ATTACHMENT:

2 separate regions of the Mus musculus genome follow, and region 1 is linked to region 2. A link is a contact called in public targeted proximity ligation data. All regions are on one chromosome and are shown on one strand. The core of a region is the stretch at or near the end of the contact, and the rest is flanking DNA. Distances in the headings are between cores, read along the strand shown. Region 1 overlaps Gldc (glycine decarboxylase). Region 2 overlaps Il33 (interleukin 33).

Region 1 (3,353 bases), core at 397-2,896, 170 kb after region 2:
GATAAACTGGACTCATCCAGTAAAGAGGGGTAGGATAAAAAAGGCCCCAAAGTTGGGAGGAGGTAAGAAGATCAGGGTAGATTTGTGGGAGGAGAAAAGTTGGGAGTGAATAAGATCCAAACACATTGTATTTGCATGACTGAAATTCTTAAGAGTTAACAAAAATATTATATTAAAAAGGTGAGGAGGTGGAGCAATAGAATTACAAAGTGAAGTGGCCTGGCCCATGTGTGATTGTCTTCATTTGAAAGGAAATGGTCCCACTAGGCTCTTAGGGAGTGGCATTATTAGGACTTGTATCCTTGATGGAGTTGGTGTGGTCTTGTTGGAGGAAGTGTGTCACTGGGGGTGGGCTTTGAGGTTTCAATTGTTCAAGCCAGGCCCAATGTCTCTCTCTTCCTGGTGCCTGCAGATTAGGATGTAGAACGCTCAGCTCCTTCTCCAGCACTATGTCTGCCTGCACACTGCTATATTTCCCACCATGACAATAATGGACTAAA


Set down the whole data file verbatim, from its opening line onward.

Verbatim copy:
2 separate regions of the Mus musculus genome follow, and region 1 is linked to region 2. A link is a contact called in public targeted proximity ligation data. All regions are on one chromosome and are shown on one strand. The core of a region is the stretch at or near the end of the contact, and the rest is flanking DNA. Distances in the headings are between cores, read along the strand shown. Region 1 overlaps Gldc (glycine decarboxylase). Region 2 overlaps Il33 (interleukin 33).

Region 1 (3,353 bases), core at 397-2,896, 170 kb after region 2:
GATAAACTGGACTCATCCAGTAAAGAGGGGTAGGATAAAAAAGGCCCCAAAGTTGGGAGGAGGTAAGAAGATCAGGGTAGATTTGTGGGAGGAGAAAAGTTGGGAGTGAATAAGATCCAAACACATTGTATTTGCATGACTGAAATTCTTAAGAGTTAACAAAAATATTATATTAAAAAGGTGAGGAGGTGGAGCAATAGAATTACAAAGTGAAGTGGCCTGGCCCATGTGTGATTGTCTTCATTTGAAAGGAAATGGTCCCACTAGGCTCTTAGGGAGTGGCATTATTAGGACTTGTATCCTTGATGGAGTTGGTGTGGTCTTGTTGGAGGAAGTGTGTCACTGGGGGTGGGCTTTGAGGTTTCAATTGTTCAAGCCAGGCCCAATGTCTCTCTCTTCCTGGTGCCTGCAGATTAGGATGTAGAACGCTCAGCTCCTTCTCCAGCACTATGTCTGCCTGCACACTGCTATATTTCCCACCATGACAATAATGGACTAAA